NEW YORK - Facebook's chief executive and co-founder Mark Zuckerberg said the social media company is aware that its tools have been used to spread anti-Rohingya propaganda and "incite real harm" in Myanmar.
In an interview published by online news site Vox on Monday (April 2), he said Facebook is paying attention to its role as a platform for disseminating messages that could fuel conflict between Rohingya Muslims and Rakhine Buddhists.
"The Myanmar issues have, I think, gotten a lot of focus inside the company. I remember, one Saturday morning, I got a phone call and we detected that people were trying to spread sensational messages through - it was Facebook Messenger in this case - to each side of the conflict, basically telling the Muslims, Hey, there's about to be an uprising of the Buddhists, so make sure that you are armed and go to this place.' And then the same thing on the other side," he said.
"That's the kind of thing where I think it is clear that people were trying to use our tools in order to incite real harm. Now, in that case, our systems detect that that's going on. We stop those messages from going through. But this is certainly something that we're paying a lot of attention to," he added.
Militant attacks in August (2017) in Myanmar's Rakhine State sparked a military crackdown that forced some 700,000 Rohingya Muslims to flee to Bangladesh. The United Nations and several Western countries have said the crackdown constitutes ethnic cleansing. Myanmar rejects that, saying its forces have been waging a legitimate campaign against "terrorists" who attacked government forces.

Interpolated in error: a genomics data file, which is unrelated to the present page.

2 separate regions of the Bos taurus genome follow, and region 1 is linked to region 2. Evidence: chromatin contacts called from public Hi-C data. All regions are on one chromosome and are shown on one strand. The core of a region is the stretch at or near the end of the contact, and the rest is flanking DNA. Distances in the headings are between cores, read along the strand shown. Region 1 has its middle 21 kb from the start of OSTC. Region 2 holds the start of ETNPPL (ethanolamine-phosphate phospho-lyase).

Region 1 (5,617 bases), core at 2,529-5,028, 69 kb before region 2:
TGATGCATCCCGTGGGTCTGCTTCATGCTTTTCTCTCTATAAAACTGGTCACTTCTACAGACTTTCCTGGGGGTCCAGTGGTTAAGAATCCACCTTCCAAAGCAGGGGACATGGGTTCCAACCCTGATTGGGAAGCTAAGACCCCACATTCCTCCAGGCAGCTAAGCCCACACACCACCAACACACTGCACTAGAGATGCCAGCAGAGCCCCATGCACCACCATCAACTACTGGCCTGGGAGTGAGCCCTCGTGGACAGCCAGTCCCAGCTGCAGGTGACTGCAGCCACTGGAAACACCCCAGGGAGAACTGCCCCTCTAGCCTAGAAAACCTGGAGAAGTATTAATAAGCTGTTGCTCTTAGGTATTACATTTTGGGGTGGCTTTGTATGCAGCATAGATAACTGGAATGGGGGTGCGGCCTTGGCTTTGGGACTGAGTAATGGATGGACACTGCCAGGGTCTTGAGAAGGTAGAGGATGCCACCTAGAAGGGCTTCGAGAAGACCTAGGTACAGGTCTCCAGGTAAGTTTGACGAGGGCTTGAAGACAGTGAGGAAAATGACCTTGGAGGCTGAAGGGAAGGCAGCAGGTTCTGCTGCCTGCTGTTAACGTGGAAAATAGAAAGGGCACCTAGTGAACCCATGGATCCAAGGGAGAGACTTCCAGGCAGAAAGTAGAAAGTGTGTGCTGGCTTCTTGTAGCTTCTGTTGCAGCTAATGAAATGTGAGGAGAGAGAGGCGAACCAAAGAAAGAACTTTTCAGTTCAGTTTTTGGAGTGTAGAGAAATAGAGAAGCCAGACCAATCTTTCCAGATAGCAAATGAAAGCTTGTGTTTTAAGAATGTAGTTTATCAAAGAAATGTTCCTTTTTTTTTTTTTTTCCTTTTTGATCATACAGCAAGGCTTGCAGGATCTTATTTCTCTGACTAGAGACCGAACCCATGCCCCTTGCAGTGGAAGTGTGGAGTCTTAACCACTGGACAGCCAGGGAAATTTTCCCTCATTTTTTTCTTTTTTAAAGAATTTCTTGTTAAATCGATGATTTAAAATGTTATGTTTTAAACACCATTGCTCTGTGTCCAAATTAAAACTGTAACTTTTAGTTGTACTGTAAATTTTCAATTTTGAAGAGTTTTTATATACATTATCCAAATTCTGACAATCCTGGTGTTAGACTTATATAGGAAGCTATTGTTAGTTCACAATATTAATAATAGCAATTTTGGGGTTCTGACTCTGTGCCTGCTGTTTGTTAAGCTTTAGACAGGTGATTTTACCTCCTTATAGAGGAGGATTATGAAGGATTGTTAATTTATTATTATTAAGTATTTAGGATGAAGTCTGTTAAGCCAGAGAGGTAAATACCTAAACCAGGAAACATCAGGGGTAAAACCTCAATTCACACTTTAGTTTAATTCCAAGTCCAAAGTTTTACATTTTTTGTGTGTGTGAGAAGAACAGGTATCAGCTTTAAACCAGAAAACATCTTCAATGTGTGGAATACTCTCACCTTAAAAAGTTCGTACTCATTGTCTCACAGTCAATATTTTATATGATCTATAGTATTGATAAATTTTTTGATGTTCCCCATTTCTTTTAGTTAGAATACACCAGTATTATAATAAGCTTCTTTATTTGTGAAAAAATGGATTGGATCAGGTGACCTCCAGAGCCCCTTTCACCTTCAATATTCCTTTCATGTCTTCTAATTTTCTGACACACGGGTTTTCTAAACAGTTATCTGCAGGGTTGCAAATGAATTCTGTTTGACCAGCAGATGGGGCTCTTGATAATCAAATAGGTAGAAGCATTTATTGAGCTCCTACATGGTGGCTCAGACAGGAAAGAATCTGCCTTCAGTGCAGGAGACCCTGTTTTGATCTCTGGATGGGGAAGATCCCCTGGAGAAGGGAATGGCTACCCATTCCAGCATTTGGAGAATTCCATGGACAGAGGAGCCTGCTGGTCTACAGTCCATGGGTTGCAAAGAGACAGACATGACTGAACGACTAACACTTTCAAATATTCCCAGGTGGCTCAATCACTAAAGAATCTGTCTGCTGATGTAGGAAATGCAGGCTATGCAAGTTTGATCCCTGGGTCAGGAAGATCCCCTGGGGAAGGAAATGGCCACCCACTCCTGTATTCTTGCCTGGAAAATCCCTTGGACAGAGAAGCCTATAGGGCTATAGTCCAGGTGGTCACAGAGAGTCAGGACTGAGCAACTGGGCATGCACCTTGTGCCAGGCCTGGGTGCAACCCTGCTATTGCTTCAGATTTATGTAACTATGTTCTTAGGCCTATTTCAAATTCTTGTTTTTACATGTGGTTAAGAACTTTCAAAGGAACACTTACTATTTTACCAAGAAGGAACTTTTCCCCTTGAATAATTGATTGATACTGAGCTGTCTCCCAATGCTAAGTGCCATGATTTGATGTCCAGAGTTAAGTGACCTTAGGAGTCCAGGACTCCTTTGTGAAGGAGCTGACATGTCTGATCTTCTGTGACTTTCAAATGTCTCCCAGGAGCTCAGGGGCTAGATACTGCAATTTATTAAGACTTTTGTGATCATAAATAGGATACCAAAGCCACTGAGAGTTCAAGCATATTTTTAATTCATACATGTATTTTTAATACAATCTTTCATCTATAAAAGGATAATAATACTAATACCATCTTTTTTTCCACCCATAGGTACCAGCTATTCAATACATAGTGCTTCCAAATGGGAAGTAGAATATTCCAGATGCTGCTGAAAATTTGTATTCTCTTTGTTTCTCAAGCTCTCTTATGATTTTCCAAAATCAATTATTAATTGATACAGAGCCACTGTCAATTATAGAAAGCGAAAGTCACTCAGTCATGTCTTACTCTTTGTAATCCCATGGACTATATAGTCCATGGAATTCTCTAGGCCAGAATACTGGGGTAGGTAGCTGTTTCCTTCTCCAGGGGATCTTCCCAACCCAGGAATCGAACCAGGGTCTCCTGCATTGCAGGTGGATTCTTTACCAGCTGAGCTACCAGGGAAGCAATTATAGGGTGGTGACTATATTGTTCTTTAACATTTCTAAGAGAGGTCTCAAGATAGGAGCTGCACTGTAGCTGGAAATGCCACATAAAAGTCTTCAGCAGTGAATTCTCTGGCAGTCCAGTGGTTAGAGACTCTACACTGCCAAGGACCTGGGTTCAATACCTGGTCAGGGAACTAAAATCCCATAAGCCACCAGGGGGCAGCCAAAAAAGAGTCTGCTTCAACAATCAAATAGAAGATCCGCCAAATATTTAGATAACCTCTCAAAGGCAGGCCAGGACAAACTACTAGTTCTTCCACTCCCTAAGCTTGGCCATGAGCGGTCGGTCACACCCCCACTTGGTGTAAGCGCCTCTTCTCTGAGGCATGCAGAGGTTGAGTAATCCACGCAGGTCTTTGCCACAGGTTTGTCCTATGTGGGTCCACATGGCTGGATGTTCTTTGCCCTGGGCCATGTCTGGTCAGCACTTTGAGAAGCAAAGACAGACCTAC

Vox editor-at-large Ezra Klein, who interviewed Mr Zuckerberg, referred to the violence, saying: "One of the scary stories I've read about Facebook over the past year is that it had become a real source of anti-Rohingya propaganda in Myanmar, and thus become part of an ethnic cleansing."
He asked Mr Zuckerberg if Facebook is too big to manage its global scale in some countries effectively.
He cited comments made by Mr Phil Robertson, a deputy director of Human Rights Watch in Asia, that while Facebook is dominant as a source of news information in Myanmar, the country is not an incredibly important market for Facebook - which has led to Facebook being like an "absentee landlord" in South-east Asia.
"It doesn't get the attention we give things that go wrong in America. I doubt you have a proportionate amount of staff in Myanmar to what you have in America," Mr Klein said.
Mr Zuckerberg said Facebook does need to become "a more global company".
"We have offices all over the world, so we're already quite global. But our headquarters is here in California and the vast majority of our community is not even in the US, and it's a constant challenge to make sure that we're putting due attention on all of the people in different parts of the community around the world," he said.